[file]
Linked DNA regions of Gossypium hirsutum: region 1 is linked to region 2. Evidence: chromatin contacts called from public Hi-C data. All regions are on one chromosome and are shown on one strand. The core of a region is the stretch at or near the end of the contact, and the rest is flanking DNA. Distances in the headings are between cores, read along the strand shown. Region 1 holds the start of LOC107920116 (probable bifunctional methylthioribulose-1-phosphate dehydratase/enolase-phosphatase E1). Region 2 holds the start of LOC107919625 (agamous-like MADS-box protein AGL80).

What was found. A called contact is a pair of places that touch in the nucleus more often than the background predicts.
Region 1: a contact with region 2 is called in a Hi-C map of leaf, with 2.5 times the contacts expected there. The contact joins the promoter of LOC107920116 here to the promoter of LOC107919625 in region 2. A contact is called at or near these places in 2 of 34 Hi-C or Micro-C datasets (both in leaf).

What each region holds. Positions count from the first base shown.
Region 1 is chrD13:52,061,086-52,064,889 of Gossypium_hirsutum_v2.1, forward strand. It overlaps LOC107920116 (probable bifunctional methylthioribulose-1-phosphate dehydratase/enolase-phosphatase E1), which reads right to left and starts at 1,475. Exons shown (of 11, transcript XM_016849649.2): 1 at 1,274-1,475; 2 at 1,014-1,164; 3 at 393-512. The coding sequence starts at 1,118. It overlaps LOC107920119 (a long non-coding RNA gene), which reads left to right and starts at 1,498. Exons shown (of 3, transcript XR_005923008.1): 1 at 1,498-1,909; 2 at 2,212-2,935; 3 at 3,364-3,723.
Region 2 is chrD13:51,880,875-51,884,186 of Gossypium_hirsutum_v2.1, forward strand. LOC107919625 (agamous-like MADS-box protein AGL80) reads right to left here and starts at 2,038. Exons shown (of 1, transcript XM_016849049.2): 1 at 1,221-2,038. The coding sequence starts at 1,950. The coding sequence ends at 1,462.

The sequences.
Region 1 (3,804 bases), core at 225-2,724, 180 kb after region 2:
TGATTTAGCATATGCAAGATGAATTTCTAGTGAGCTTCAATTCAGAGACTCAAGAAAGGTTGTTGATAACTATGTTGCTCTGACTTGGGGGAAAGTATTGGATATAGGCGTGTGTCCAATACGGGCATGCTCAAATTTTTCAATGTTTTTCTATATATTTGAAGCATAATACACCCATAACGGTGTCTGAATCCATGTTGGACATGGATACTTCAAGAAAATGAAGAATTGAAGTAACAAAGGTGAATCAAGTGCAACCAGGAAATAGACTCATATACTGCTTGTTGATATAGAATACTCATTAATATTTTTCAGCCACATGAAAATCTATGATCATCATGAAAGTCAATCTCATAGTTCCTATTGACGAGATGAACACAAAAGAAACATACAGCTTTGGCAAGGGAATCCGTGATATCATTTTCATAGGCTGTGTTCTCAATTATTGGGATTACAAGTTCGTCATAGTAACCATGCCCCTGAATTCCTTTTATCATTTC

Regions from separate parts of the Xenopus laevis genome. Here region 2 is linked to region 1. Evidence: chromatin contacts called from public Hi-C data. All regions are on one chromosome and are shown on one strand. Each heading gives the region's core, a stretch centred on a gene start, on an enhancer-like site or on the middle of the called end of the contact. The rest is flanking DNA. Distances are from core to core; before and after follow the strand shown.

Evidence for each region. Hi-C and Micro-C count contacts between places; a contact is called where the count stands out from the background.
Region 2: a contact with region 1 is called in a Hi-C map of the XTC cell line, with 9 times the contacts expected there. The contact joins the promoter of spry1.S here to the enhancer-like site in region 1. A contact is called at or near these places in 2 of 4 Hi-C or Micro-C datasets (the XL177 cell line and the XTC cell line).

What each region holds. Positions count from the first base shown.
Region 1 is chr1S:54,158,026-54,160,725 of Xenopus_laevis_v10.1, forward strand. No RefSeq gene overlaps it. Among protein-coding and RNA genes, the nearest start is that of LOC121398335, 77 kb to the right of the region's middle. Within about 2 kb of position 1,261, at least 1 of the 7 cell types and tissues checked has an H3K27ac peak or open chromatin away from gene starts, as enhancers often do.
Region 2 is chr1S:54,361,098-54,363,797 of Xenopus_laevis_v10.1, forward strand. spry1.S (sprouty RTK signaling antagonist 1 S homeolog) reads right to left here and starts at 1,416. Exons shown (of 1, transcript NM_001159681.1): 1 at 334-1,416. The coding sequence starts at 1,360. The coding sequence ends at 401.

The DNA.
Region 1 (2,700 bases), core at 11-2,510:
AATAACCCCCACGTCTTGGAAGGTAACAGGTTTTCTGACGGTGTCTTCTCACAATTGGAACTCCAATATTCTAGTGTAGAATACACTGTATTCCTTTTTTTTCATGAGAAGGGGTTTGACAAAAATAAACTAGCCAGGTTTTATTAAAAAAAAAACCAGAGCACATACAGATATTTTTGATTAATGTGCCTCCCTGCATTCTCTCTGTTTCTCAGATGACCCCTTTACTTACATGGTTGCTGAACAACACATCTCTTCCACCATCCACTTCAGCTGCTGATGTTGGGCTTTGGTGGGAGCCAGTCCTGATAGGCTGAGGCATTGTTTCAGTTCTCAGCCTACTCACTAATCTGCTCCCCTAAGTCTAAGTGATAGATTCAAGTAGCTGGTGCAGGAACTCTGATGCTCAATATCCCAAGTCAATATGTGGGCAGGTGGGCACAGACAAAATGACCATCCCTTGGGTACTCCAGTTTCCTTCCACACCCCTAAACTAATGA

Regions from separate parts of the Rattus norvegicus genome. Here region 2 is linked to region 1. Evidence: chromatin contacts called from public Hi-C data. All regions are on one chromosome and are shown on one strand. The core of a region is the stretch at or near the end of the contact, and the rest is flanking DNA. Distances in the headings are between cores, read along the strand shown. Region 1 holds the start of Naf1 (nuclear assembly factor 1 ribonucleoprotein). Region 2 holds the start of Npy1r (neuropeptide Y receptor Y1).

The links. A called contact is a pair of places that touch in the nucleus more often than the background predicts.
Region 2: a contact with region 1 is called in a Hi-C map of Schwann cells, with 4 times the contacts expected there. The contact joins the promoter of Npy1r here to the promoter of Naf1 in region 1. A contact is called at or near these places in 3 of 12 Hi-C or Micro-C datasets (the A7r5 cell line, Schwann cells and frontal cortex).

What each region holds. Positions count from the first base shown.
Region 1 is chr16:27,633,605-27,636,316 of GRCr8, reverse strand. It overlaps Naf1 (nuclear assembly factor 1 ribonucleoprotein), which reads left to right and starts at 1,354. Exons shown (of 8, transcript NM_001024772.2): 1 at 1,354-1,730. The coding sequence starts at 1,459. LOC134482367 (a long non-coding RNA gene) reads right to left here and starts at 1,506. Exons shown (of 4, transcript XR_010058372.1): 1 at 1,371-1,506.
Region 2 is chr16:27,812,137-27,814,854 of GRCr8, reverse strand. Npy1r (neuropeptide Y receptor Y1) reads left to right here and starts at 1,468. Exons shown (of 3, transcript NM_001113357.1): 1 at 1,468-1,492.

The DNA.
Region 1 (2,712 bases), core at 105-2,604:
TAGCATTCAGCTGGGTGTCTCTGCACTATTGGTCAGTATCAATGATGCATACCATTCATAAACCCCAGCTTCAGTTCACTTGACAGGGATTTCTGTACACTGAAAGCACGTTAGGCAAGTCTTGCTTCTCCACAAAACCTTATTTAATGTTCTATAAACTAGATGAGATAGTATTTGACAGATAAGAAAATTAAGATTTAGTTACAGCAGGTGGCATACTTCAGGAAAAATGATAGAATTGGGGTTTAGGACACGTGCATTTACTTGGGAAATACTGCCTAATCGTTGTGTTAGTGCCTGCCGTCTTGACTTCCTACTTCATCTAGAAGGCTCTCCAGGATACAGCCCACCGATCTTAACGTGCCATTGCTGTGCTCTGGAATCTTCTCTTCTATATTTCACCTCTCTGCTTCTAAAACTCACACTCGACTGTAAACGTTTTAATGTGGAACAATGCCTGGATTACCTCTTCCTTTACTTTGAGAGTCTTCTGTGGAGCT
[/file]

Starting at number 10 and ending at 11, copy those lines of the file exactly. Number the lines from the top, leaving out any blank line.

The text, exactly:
Regions from separate parts of the Xenopus laevis genome. Here region 2 is linked to region 1. Evidence: chromatin contacts called from public Hi-C data. All regions are on one chromosome and are shown on one strand. Each heading gives the region's core, a stretch centred on a gene start, on an enhancer-like site or on the middle of the called end of the contact. The rest is flanking DNA. Distances are from core to core; before and after follow the strand shown.

Evidence for each region. Hi-C and Micro-C count contacts between places; a contact is called where the count stands out from the background.